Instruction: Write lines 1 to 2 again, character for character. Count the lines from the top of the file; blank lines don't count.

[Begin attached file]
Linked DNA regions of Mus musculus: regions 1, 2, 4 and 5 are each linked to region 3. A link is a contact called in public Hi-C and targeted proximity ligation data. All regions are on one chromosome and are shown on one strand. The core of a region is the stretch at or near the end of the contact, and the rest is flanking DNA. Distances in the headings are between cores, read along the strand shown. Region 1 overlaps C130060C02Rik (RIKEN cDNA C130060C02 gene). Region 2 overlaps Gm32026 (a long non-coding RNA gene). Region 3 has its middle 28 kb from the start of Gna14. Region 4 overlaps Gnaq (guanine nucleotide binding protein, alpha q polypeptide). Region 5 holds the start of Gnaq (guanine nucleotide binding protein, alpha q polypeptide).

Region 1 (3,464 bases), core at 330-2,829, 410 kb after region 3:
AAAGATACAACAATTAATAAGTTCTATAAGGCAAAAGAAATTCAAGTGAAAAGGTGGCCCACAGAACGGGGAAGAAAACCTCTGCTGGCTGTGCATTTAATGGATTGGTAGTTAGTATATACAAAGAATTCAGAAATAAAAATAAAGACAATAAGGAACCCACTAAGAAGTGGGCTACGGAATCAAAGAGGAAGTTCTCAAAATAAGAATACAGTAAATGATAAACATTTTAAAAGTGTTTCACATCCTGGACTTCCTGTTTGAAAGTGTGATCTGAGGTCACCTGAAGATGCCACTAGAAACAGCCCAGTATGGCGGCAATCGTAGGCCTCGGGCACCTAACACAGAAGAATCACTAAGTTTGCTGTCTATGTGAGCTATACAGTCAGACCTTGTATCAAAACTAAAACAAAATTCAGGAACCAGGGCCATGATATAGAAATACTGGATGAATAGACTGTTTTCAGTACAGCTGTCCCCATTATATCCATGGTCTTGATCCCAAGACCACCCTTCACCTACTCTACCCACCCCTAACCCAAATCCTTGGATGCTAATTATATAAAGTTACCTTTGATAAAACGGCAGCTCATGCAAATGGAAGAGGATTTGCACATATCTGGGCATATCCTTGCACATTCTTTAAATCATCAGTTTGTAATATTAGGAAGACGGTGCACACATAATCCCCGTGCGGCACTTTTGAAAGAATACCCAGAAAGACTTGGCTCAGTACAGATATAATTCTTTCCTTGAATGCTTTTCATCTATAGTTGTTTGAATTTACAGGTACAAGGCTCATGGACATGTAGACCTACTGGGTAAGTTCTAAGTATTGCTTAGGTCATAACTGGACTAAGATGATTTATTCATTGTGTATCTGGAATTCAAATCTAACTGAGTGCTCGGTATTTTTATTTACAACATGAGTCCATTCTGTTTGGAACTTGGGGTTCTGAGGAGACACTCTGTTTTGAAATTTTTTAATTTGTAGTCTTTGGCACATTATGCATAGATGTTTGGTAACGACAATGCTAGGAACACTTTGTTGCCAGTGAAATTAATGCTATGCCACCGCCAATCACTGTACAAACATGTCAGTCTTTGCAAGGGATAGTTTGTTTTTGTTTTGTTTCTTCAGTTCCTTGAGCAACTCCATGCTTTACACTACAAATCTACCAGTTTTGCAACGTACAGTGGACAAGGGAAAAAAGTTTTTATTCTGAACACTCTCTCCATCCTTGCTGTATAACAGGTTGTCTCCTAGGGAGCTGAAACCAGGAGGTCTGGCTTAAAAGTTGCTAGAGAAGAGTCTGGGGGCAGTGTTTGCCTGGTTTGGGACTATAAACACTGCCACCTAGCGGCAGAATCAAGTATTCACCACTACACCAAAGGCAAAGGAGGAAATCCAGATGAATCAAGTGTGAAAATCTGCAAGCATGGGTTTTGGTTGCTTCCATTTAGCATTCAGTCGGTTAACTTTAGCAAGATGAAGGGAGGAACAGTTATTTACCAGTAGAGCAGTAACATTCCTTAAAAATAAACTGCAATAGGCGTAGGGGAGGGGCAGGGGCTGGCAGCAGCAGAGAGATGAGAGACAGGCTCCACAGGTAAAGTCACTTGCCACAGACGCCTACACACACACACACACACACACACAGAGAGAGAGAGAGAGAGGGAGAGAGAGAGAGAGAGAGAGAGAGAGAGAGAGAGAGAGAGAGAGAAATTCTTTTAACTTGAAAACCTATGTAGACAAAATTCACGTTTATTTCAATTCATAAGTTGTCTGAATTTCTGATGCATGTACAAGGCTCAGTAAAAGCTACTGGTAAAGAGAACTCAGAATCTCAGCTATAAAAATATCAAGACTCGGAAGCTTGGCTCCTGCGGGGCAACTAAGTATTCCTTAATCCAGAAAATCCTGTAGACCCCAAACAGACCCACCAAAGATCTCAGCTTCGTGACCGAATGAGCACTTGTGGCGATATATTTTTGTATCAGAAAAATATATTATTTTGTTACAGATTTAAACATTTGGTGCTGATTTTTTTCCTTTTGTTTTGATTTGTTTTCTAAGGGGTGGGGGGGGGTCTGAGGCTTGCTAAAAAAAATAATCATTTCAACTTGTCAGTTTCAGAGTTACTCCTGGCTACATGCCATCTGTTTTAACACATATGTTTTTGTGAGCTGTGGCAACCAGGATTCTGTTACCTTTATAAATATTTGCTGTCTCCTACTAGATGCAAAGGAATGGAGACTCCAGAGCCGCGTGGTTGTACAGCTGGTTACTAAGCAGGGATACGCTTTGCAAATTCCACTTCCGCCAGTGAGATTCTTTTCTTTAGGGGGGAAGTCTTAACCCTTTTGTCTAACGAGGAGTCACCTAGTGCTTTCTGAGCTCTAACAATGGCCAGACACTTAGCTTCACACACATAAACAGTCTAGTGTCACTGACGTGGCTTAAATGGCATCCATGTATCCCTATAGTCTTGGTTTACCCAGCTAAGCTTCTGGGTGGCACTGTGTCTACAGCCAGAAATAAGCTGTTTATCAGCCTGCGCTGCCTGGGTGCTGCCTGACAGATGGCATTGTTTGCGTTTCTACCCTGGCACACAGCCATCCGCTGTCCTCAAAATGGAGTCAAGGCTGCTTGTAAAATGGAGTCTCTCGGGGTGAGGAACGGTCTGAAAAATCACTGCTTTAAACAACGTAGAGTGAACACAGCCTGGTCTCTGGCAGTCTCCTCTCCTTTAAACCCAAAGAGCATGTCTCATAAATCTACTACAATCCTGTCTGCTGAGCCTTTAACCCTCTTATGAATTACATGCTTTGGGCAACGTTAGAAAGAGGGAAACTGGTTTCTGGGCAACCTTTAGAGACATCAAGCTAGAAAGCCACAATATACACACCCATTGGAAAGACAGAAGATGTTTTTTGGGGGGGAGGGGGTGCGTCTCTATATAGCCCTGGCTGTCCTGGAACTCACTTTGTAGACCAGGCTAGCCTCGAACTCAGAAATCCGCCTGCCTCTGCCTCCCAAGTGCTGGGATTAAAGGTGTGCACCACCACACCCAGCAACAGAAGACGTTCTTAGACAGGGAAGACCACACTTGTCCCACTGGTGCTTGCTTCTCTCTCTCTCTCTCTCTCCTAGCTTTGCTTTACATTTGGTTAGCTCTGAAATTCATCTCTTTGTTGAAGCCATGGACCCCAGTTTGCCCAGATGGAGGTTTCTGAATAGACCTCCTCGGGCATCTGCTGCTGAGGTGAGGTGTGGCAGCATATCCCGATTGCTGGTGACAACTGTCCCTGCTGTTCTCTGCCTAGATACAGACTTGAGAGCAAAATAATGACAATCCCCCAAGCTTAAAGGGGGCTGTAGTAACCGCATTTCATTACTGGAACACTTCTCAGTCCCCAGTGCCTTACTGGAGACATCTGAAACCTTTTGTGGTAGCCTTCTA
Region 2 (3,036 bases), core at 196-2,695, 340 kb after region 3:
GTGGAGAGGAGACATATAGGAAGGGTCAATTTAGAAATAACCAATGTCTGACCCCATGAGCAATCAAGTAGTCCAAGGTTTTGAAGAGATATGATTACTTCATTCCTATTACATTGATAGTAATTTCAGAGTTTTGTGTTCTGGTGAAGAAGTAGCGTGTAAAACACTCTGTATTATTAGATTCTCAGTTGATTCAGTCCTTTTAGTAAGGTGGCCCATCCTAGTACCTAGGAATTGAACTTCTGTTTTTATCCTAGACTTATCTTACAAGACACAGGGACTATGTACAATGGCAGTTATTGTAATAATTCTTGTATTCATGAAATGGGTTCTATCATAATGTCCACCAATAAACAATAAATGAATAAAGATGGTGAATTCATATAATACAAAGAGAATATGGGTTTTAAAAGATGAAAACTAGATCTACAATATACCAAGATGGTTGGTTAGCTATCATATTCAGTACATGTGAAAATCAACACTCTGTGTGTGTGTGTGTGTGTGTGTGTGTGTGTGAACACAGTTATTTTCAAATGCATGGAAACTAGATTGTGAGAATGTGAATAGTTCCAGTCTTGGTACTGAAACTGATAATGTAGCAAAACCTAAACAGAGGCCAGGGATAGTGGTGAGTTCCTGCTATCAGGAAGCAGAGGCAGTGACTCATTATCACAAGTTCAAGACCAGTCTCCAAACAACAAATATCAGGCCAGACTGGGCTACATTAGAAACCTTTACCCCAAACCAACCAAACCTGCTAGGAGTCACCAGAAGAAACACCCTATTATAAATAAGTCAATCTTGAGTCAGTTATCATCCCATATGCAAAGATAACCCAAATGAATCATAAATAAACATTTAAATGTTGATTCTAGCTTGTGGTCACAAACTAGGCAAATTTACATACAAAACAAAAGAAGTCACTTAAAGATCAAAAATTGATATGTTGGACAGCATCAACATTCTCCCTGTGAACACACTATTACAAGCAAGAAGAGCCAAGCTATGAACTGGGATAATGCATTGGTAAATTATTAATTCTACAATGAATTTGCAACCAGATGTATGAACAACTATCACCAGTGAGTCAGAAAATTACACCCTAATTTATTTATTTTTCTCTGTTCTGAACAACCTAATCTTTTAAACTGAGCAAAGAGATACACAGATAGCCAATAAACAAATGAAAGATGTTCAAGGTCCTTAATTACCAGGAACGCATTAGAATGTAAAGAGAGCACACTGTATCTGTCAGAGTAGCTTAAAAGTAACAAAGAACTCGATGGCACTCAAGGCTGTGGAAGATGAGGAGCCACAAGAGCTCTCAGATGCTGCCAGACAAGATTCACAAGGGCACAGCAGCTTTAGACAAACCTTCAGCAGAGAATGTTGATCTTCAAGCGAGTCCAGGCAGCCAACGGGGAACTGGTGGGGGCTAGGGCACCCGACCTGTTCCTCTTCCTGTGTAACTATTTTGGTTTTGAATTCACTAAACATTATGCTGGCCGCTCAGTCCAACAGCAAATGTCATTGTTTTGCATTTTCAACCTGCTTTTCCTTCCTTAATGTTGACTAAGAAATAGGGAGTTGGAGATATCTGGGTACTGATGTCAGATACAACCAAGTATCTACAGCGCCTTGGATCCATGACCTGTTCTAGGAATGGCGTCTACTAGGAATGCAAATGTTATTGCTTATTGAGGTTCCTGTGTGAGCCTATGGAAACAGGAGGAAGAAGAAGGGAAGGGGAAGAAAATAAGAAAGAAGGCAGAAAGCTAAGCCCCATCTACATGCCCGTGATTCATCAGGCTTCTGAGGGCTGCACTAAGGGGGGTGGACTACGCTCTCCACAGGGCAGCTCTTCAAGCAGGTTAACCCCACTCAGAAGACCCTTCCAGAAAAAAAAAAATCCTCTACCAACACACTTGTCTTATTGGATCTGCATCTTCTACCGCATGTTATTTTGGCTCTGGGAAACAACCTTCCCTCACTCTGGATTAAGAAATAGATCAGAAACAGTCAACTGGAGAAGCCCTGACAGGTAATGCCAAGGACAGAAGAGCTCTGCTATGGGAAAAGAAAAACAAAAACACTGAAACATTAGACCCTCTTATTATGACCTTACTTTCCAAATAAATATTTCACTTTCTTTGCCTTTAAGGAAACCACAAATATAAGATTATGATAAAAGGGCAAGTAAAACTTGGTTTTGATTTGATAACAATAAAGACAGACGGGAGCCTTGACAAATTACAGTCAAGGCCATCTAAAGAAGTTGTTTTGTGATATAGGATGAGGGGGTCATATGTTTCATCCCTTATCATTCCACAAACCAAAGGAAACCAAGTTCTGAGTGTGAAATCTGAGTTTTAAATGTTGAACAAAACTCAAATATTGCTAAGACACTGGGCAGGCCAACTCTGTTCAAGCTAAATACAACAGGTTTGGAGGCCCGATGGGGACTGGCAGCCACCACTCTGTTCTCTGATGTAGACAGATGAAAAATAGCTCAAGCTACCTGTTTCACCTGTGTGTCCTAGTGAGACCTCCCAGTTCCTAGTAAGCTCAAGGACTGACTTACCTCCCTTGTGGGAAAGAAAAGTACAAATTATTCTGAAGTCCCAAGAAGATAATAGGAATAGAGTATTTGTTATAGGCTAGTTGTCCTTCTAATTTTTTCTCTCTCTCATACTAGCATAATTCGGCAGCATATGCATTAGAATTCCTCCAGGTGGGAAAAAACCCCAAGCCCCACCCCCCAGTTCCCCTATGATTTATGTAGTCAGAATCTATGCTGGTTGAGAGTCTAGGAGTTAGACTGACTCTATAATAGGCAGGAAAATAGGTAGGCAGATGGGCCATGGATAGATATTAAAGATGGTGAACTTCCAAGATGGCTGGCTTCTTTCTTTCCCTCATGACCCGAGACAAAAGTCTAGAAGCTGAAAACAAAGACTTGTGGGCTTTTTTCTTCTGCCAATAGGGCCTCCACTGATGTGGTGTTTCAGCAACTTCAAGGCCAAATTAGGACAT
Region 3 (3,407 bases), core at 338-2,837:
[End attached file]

Linked DNA regions of Mus musculus: regions 1, 2, 4 and 5 are each linked to region 3. A link is a contact called in public Hi-C and targeted proximity ligation data. All regions are on one chromosome and are shown on one strand. The core of a region is the stretch at or near the end of the contact, and the rest is flanking DNA. Distances in the headings are between cores, read along the strand shown. Region 1 overlaps C130060C02Rik (RIKEN cDNA C130060C02 gene). Region 2 overlaps Gm32026 (a long non-coding RNA gene). Region 3 has its middle 28 kb from the start of Gna14. Region 4 overlaps Gnaq (guanine nucleotide binding protein, alpha q polypeptide). Region 5 holds the start of Gnaq (guanine nucleotide binding protein, alpha q polypeptide).

Region 1 (3,464 bases), core at 330-2,829, 410 kb after region 3: